Tuesday, September 12th, 11 AM. This is an in person presentation for Elizabeth Hospice Volunteers.
Lynne Calkins, founding director of End Of Life Choices California (EOLCCA) will present the latest updates to California’s End of Life Option Act (EOLOA), trends in the utilization of Medical Aid in Dying (MAiD), barriers to its use, and opportunities for coordination between EOLCCA and hospice.
The presentation will cover such topics as:
- Advance care planning – Advance care planning is a process that enables individuals to make plans about their future health care. Advance care planning is applicable to adults at all stages of life. Participation in advance care planning has been shown to reduce stress and anxiety for patients and their families, and lead to improvements in end of life care.
- Updates to the California End of Life Option Act – as of January 1, 2022:
- The new bill reduces the waiting period between the required two oral requests to 48 hours.
- Healthcare systems and hospices now have to post their aid-in-dying policies on their websites.
- The final attestation form is no longer needed.
- The amendment also clarifies that MAID medication can be taken within a healthcare facility.
- Eligibility Requirements for MAID – Must be 18 years or older; Must be of sound mind and exhibit appropriate decision-making capabilities to the attending physician; Must be able to self-ingest the medication either orally or by pushing through an NG tube; and Must be diagnosed with a terminal disease, with a life expectancy of six months or less, by two physicians.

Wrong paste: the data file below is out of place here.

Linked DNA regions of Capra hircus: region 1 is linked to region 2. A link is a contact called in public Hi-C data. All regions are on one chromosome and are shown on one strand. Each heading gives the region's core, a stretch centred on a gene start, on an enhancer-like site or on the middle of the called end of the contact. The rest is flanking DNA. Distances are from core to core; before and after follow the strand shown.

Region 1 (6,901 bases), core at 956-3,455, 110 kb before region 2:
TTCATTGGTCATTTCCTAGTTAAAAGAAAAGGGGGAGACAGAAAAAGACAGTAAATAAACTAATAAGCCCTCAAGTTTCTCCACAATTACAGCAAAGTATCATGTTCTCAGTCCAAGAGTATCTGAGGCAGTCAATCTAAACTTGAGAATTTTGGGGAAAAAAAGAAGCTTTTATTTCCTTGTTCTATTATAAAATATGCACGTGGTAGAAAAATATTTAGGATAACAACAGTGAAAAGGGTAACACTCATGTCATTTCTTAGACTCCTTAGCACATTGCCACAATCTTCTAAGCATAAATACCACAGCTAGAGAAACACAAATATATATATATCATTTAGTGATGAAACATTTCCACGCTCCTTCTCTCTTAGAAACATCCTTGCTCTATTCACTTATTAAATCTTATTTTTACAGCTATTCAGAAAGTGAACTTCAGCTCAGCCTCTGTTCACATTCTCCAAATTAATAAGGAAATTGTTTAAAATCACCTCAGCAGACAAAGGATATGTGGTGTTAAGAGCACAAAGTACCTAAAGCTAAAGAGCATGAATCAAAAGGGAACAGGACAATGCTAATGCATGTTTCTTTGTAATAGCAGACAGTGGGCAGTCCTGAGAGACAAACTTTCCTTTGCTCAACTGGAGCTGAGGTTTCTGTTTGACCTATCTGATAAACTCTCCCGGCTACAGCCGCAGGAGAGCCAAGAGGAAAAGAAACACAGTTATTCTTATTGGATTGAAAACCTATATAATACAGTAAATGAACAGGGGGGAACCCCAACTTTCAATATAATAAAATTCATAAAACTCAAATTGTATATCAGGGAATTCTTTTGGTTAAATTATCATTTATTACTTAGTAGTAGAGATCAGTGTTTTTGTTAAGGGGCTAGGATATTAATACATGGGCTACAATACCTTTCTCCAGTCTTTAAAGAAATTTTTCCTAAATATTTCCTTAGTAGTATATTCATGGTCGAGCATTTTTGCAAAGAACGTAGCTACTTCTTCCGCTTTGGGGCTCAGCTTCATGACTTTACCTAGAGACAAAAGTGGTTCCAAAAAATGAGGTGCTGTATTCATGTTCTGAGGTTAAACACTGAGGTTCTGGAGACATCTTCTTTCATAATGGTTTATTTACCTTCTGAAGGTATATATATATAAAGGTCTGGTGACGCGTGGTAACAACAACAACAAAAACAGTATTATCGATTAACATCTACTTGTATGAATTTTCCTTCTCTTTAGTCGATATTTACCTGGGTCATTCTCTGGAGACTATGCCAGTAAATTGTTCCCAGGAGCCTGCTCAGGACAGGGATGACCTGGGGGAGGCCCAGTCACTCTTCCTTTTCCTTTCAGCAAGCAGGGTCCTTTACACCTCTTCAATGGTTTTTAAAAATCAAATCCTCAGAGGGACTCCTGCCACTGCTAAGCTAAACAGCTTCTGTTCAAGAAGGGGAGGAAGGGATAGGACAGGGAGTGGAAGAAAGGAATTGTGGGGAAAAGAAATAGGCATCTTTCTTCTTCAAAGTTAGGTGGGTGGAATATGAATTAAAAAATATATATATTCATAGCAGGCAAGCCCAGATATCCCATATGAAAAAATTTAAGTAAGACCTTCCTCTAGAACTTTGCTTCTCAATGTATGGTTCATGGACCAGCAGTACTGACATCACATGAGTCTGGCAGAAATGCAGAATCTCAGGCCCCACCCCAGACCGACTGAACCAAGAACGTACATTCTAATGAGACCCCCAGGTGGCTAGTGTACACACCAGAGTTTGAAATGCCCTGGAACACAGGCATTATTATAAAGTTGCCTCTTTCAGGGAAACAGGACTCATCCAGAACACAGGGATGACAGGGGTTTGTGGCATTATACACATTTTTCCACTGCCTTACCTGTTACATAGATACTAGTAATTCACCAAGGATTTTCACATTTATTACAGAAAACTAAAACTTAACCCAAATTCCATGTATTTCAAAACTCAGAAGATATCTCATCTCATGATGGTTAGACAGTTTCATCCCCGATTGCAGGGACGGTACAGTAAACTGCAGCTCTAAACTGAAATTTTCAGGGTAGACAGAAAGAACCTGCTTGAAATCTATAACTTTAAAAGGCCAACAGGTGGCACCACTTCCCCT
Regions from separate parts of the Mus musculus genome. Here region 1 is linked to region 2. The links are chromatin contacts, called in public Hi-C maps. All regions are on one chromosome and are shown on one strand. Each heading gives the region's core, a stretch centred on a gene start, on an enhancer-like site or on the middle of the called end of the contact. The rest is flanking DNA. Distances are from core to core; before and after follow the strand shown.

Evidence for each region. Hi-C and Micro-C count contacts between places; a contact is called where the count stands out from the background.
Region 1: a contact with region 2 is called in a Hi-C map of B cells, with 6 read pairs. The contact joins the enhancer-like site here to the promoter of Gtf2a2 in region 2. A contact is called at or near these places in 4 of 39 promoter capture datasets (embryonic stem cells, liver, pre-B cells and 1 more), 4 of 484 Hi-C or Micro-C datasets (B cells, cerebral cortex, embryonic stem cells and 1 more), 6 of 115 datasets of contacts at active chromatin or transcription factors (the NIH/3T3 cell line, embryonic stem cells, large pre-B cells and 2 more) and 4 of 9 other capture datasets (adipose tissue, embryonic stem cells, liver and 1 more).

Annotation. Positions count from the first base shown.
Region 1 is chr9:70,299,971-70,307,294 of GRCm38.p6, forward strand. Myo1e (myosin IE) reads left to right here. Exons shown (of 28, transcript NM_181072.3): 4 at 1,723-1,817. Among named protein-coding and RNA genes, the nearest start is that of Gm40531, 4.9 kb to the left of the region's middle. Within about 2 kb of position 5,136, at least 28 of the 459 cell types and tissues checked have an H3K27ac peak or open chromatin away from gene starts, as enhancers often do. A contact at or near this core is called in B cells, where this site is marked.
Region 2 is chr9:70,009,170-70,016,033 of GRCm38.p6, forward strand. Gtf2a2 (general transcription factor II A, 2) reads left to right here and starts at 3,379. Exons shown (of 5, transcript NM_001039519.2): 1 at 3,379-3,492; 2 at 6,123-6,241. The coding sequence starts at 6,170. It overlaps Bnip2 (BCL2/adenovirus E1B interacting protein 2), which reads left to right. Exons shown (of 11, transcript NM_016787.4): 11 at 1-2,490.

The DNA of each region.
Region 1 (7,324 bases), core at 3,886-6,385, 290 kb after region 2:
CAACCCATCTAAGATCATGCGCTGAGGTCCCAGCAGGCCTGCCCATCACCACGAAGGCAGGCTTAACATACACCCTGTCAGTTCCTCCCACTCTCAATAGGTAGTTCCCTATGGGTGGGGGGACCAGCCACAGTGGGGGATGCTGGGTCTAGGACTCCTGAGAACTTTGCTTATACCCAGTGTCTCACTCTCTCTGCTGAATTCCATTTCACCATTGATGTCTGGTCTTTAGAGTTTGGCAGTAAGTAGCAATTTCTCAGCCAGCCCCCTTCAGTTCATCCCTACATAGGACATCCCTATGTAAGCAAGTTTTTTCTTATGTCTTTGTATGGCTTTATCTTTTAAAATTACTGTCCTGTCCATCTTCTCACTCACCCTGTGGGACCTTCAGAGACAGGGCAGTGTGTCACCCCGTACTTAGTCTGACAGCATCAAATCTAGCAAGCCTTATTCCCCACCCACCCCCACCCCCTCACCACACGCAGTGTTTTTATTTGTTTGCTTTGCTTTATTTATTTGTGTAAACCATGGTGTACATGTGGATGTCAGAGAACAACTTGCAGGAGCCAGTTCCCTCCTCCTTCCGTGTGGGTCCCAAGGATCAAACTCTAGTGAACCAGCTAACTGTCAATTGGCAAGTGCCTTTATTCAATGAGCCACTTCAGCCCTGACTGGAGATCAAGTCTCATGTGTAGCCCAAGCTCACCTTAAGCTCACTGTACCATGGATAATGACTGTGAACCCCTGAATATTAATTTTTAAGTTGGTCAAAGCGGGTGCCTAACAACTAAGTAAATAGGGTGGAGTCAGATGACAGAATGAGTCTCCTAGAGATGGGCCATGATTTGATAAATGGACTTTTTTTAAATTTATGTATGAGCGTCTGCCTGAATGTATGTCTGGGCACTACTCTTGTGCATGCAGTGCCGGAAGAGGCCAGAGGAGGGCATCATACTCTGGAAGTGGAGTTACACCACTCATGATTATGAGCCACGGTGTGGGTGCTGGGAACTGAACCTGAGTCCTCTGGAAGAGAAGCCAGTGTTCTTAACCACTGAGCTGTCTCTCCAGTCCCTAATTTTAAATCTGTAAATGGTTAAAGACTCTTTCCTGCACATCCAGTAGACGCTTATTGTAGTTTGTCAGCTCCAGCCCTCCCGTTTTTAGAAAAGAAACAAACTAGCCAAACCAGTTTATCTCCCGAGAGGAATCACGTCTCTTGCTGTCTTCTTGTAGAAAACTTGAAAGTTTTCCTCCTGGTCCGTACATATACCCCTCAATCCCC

Visit EOLCCA’s Hospice page for more information about this important service.
Hospice is a philosophy, not a place, which provides compassionate comfort care at the end of life. The goal is to maintain or improve quality of life for someone whose illness, disease or condition is not going to be cured, and from which there is no anticipated recovery. Each patient’s individualized care plan is designed to address the physical, emotional and spiritual pain that often accompanies terminal illness. Hospice care also offers practical support for the family during the illness and grief support after a death. For those who have an appropriate medical referral, the cost of hospice care is usually covered by Medicare, Medicaid or a third party insurance.
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